Synopses & Reviews
The second volume of the highly acclaimed Cairo Trilogy from the winner of the Nobel Prize for Literature. Filled with compelling drama, earthy humor, and remarkable insight, Palace Of Desire is the unforgettable story of the violent clash between ideals and realities, dreams and desires.
About the Author
Naguib Mahfouz was born in Cairo in 1911 and began writing when he was seventeen. A student of philosophy and an avid reader, his works range from reimaginings of ancient myths to subtle commentaries on contemporary Egyptian politics and culture. Over a career that lasted more than five decades, he wrote 33 novels, 13 short story anthologies, numerous plays, and 30 screenplays. Of his many works, most famous is The Cairo Trilogy, consisting of Palace Walk (1956), Palace of Desire (1957), and Sugar Street (1957), which focuses on a Cairo family through three generations, from 1917 until 1952. In 1988, he became the first writer in Arabic to be awarded the Nobel Prize in Literature. He died in August 2006.
Reading Group Guide
The questions and other material below are intended to enhance your group’s conversation about Nobel Prize winner Naguib Mahfouz’s Cairo Trilogy. The general questions that follow provide topics for further discussion of the trilogy as a whole.
1. Questions on the Cairo Trilogy (including Palace Walk and Sugar Street)
1. The trilogy dramatizes the human quest for a sustaining belief—mainly through Kamal, but also through Khadija’s sons Abd and Ahmad al-Munim. Kamal is in search of his own truth, and he struggles to break from the religious orthodoxy of his upbringing and to attain a more modern and Western intellectual life. Are any belief systems found to be sustaining for the characters in the trilogy? Does Kamal eventually arrive at a satisfying intellectual, spiritual, or political position?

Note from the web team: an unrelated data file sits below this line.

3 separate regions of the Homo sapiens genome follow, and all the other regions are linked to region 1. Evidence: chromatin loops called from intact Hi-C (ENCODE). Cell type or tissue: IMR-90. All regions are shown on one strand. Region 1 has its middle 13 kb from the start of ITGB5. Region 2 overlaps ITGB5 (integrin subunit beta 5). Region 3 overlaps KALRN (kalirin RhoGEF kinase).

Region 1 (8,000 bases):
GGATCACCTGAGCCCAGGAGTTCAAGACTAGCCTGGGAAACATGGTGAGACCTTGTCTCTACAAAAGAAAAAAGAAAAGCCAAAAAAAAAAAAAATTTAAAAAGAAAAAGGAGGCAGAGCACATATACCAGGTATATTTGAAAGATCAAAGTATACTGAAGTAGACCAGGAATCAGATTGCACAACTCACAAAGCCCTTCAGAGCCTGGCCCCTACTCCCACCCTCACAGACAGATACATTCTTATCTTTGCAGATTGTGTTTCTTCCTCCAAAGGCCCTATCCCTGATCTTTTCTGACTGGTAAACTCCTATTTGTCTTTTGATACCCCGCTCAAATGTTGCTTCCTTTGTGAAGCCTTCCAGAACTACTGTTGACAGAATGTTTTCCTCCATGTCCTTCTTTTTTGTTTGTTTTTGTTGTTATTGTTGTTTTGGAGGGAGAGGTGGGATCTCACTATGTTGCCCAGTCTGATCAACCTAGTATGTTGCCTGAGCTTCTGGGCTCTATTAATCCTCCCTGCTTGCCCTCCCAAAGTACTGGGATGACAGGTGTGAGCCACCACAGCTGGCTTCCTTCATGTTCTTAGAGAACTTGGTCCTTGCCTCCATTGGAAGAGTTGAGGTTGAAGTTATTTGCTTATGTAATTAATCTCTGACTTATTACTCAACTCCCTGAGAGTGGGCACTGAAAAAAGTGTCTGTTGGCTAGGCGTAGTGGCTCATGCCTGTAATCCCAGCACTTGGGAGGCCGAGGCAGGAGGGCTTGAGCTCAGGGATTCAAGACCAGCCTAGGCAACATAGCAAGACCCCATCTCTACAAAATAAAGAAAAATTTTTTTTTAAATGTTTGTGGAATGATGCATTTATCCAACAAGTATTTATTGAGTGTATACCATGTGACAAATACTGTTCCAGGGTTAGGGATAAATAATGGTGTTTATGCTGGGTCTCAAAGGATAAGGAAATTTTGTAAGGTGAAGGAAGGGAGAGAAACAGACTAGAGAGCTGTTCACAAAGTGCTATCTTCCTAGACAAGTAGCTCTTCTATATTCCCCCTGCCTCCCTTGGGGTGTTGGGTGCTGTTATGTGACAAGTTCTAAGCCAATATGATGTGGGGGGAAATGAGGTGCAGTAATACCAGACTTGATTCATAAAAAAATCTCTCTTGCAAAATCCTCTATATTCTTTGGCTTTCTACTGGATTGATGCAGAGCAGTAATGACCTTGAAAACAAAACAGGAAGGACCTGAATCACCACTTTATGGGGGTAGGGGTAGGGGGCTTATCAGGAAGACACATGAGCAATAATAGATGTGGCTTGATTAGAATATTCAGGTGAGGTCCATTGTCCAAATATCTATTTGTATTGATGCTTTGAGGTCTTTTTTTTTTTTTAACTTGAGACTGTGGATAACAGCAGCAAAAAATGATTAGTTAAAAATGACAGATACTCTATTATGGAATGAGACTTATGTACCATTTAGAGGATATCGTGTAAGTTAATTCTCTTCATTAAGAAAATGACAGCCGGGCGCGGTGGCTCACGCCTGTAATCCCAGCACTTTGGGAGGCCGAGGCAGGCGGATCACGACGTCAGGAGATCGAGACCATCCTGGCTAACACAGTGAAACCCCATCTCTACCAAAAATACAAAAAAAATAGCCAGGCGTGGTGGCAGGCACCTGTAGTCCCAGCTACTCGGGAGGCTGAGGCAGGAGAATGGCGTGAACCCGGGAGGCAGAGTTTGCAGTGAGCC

2. In Palace of Desire, Kamal is obsessed with the worldly French-educated Aïda. In a moment of illumination, he realizes that his father has created the model for his own masochism in love. He speaks in his mind to his father: "Do you know what other consequences there were to loving you despite your tyranny? I loved another tyrant who was unfair to me for a long time, both to my face and behind my back. She oppressed me without ever loving me. In spite of all that, I worshipped her from the depths of my heart and still do. You’re as responsible for my love and torment as anyone else. In any case, Father, you're the one who made it easy for me to accept oppression through your continual tyranny." In what other ways have the sons, daughters, and wife of ASA been warped by their relationship with Al-Sayyid Ahmad?
3. In the final chapter of Palace of Desire, while the husband and sons of Aisha are near death from typhoid, Yasin’s wife, Zanuba, goes into labor, and the newspaper announces the death of the political leader Saad Zaghlul. What is Mahfouz expressing, in the trilogy, about his understanding of time, change and heredity?
4. Mahfouz’s women are very strong, whereas the men tend to be childish, self-indulgent, and relatively weak. Compare the characters of Al-Sayyid Ahmad and his wife Amina, for example. What does this contrast suggest about the family structure Mahfouz portrays? How do cultural and familial assumptions about women and sexuality influence the romantic lives of Yasin and Jamal? How do they think about and express their desires, and what, if anything do they have in common with their father in this regard?
5. Mahfouz was aligned with the first wave of support for the Wafd party, represented by Fahmy in Palace Walk. He said, “Maybe my generation of intellectuals was the last one that really believed in democracy. . . . I was proud of our 1919 revolution and proud to be a Wafdist. But the top priority of the revolution was not democracy; it was to get rid of foreign rule. Egypt was the first country in our century to rise up against European occupation. The people, led by the Wafd, ended the protectorate but failed to gain real independence, and, in any case, the Wafd did not know how to govern in a democracy. Democracy is not deeply rooted in our culture. Egyptians would make sacrifices for independence, but they did not value democracy, and so, step by step, our system fell apart. . . . I believe that the blame really belongs to Britain’s colonialism and Egypt’s kings. But, whoever was responsible, most Egyptians had concluded by the start of World War II that democracy offered nothing—not social justice, not freedom, not even full independence. They laughed at democracy” (quoted in Weaver, 40). How might Mahfouz have felt had he lived to see the wave of protests that took place in 2011, as well as the trial of Hosni Mubarak?